Introduction: Hypothalamic obesity (HO) in children has severe health consequences. Lifestyle interventions are mostly insufficient and currently no drug treatment is approved for children with HO. Amphetamines are known for their stimulant side-effect on resting energy expenditure (REE) and suppressing of appetite. Earlier case series have shown positive effects of amphetamines on weight in children with acquired HO. We present our experiences with dextroamphetamine treatment in the, up to now, largest cohort of children with HO.
Methods: A retrospective cohort evaluation was performed of children with HO treated with dextroamphetamine at two academic endocrine pediatric clinics. Off-label use of dextroamphetamine was initiated in patients with progressive, therapy-resistant acquired or congenital HO. Anthropometrics, REE, self-reported (hyperphagic) behavior and energy level, and side effects were assessed at start and during treatment.
Results: Nineteen patients with a mean age of 12.3 ± 4.0 years had been treated with dextroamphetamine. In two patients, ΔBMI SDS could not be evaluated due to short treatment duration or the simultaneous start of extensive lifestyle treatment. Mean treatment duration of the 17 evaluated patients was 23.7 ± 12.7 months. Fourteen patients (n = 10 with acquired HO, n = 4 with congenital HO) responded by BMI decline or BMI stabilization (mean ΔBMI SDS of -0.6 ± 0.8, after a mean period of 22.4 ± 10.5 months). In three patients, BMI SDS increased (mean ΔBMI SDS of +0.5 ± 0.1, after a mean period of 29.7 ± 22.6 months). In 11 responders, measured REE divided by predicted REE increased with +8.9%. Thirteen patients (68.4%) reported decreased hyperphagia, improvement of energy level and/or behavior during treatment. Two patients developed hypertension during treatment, which resulted in dosage adjustment or discontinuation of treatment. Twelve children continued treatment at last moment of follow-up.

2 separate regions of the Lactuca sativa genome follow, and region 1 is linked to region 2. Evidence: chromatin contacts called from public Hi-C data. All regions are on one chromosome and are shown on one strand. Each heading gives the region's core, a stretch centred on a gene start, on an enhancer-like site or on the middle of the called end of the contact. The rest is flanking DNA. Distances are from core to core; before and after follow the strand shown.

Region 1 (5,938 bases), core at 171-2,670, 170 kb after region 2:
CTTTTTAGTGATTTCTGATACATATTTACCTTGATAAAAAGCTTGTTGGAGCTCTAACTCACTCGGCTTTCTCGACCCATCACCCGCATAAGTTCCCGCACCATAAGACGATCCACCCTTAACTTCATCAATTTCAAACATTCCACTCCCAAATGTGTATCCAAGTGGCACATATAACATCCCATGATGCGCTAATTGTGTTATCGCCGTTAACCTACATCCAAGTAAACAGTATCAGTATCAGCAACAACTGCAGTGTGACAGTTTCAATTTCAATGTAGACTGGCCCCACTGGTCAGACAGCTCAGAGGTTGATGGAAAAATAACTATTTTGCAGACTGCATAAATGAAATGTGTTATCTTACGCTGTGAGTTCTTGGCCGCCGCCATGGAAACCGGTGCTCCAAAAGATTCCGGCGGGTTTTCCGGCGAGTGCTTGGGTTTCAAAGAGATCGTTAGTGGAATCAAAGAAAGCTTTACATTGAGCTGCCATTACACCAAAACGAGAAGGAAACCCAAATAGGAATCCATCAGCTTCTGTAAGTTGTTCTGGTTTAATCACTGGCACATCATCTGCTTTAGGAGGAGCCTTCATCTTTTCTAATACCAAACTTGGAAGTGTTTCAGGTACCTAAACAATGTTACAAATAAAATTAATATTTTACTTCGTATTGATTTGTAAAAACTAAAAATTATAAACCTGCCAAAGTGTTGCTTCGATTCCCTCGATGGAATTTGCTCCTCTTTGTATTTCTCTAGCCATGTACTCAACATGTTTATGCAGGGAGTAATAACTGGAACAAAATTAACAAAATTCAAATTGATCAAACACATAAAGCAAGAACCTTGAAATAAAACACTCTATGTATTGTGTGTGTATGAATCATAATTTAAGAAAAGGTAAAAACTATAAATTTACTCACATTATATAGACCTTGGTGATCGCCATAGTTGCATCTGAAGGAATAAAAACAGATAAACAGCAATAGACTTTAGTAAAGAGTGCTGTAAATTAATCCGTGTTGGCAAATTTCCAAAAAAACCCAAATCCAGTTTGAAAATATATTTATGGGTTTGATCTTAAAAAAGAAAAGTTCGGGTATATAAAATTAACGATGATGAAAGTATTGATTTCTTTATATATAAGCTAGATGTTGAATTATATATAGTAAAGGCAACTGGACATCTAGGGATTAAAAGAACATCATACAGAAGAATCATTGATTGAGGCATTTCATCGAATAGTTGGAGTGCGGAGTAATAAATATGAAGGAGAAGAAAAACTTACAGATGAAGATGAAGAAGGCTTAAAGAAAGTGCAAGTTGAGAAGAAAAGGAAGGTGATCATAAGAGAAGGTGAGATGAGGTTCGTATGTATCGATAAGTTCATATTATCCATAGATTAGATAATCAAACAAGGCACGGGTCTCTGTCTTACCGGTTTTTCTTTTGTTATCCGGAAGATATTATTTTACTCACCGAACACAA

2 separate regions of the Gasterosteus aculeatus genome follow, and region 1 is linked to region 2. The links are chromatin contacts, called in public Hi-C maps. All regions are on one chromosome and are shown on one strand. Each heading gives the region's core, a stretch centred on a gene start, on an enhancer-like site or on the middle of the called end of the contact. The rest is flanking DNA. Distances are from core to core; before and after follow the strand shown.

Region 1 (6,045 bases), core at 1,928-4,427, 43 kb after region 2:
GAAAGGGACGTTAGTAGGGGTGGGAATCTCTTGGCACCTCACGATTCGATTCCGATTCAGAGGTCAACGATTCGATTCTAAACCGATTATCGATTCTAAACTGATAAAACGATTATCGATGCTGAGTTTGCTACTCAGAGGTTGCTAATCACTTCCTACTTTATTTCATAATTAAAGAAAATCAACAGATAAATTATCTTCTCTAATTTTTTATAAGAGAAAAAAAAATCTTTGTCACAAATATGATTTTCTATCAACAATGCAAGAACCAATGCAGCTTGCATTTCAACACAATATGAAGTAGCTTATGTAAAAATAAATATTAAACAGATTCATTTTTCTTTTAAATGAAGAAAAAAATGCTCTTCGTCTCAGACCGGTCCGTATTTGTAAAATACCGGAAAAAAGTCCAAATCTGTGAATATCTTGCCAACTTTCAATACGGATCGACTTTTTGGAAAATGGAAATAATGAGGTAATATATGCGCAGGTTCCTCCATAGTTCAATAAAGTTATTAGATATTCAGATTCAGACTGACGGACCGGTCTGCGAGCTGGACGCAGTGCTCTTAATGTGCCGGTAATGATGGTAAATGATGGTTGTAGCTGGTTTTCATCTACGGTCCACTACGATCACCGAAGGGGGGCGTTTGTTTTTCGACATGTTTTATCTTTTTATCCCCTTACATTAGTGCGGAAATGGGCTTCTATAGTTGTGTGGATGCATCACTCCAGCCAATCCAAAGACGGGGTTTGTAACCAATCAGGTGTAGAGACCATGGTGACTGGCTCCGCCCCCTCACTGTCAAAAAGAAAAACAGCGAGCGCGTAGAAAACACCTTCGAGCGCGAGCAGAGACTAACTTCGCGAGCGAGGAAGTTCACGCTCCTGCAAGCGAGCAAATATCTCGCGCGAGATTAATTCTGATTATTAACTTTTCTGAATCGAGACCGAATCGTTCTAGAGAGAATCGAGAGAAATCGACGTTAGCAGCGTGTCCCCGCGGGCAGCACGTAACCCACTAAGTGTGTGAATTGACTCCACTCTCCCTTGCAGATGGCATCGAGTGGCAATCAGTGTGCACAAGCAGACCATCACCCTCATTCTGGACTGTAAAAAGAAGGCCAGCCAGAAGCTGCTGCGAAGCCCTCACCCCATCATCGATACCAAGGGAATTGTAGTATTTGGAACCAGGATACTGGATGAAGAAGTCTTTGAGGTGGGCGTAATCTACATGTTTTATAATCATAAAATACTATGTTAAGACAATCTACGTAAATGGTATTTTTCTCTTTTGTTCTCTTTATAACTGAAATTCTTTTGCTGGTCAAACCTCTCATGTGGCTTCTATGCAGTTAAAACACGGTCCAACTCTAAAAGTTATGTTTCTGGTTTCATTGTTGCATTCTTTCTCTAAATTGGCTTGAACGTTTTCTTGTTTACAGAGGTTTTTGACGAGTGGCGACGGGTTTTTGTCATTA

Conclusion: In addition to supportive lifestyle interventions, dextroamphetamine treatment may improve BMI in children with HO. Furthermore, dextroamphetamines have the potential to decrease hyperphagia and improve resting energy expenditure, behavior, and energy level. In patients with acquired HO, these effects seem to be more pronounced when compared to patients with congenital HO. Future studies are needed to support these results.